PARKER PO-FEI HUANG
When I heard of Parker Huang’s passing, my immediate response was a tearful smile. The tears were heartfelt – he was a remarkable man, who made a deep impact on me as he did on all students, and now he is with us no more. But the smile was just as deep – he was someone who urged me to do more than study and think, he also prompted me to muse about things Chinese, to find real joy in the process. It certainly was not rote education, nor just cerebral education, it was cultural and emotional education as well.
Although I only took one course with Parker Huang – a tutorial in intermediate Chinese back in the summer of 1965 – it was a most unusual experience. Yes, we went through the texts, and it quickly became apparent that I was not a natural linguist. I really tried hard, too hard in Parker’s mind, because I ended up making translation an exercise in scanning dictionaries and trying to get the details right. What I remember best was the way in which he tried to loosen me up, to get me outside the characters and the sentences, to try to see the broader shape of the language, to get a sense of what was being conveyed even if I didn’t get every nuance right.
“Think of it as a journalist,” he said one time, “it’s a story, you don’t get it all, but it’s a puzzle, and it’s fun to figure it out.” He then leaned back and told me about China back a couple of decades, before the Communists had gained power, back when Chinese journalists were trying to figure things out in a very confusing period.
I suddenly realized that Parker was so much more than a language teacher; he was really a remarkably-successful thinker and writer displaced from his original profession by the tumultuous course of 20th-century Chinese history. He told me of his own poetry writing and even showed me some samples on various scraps of paper. One day, during a break from our reading, he smiled and began chanting some ancient poetry, his voice filled with vigor and vibrancy, his student transfixed with wonderment.
And so, our tutorial proceeded in most unexpected directions, mixing attention to my unsteady efforts in reading intermediate Chinese with his insights and anecdotes about a China that I had never visited (and in 1965, it seemed quite unlikely that an American student would get there in the foreseeable future). Curiously, I must have seemed like the super-serious Confucian-style student, learning how get beyond the task at hand from a remarkable gentleman who clearly represented the best of traditional China, but also the best of an urbane, cultured modern China.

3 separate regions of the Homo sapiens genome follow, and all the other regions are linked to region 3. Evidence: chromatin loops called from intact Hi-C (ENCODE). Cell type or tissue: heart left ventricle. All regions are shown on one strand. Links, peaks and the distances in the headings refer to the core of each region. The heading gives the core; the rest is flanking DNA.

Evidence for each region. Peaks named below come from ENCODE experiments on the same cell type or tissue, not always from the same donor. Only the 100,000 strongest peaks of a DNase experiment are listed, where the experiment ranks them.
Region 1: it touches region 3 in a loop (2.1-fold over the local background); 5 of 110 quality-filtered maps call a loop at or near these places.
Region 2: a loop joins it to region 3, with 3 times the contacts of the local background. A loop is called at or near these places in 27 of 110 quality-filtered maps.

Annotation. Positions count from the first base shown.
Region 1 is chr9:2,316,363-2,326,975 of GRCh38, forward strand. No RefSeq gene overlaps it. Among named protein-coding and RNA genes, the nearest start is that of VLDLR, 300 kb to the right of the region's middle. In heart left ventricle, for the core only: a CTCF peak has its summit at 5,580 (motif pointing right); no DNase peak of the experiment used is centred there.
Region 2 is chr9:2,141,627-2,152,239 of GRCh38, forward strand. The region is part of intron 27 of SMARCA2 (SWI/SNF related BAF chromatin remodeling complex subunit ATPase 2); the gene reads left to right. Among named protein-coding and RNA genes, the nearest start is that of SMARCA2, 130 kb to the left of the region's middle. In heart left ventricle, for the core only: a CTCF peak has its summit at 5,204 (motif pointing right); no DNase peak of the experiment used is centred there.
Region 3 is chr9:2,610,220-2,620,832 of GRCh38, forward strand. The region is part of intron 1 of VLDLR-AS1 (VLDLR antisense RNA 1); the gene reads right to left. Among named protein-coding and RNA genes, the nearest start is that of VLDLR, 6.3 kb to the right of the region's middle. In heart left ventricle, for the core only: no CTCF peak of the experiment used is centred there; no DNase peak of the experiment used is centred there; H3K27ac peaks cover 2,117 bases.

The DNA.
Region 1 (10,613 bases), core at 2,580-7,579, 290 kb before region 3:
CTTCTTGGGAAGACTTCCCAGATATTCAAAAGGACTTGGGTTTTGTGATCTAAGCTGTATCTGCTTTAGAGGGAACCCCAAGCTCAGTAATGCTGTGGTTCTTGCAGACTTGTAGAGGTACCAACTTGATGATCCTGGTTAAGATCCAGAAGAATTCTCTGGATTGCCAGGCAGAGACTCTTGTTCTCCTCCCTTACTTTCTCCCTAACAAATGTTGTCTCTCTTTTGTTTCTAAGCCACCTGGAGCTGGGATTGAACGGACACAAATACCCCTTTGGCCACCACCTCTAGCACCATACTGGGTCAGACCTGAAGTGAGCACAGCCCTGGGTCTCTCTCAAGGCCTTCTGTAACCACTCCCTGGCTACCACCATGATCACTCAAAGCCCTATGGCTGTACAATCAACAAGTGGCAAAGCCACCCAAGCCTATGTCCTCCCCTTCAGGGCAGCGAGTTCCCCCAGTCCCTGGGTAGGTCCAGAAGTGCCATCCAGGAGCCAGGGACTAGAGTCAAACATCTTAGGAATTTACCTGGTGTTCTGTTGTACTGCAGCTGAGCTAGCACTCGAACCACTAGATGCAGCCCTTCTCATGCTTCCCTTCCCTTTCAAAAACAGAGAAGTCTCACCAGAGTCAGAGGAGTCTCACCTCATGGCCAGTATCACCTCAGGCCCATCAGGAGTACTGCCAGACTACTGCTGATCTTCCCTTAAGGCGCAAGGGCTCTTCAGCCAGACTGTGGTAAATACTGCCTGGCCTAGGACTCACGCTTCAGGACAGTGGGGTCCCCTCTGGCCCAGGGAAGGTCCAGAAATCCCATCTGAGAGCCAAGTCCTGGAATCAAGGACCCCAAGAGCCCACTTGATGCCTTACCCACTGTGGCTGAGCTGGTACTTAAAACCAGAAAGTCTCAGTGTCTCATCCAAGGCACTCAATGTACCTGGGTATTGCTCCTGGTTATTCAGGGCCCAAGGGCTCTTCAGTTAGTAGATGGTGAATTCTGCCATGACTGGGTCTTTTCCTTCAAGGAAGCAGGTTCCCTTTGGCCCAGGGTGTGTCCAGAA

One day, when I was really bogged down in a text, Parker suddenly stood up with a twinkle in his eyes. “How about doing something new? Would you like to learn taiji?” Stunned, I also stood up, and watched him move, smoothly and gracefully, through the first few segments of a taiji exercise, describing each movement as he did it. I followed him shakily, listening to his words – “slowly now, it’s about balance, about breath, about being centered, about emptying your mind. If you can find the spirit of the exercise, it’s more important than getting all the little gestures right.”
Yes, I am tearful that Parker is no longer with us. But I am smiling as I remember what I learned from him, all that I learned from him. Our text was in Chinese, but the course was not just about language or even just about China. It was an education about life and learning, about unleashing the potent force of curiosity. Parker Po-fei Huang was a man of many parts, but he was, perhaps above all, a great teacher.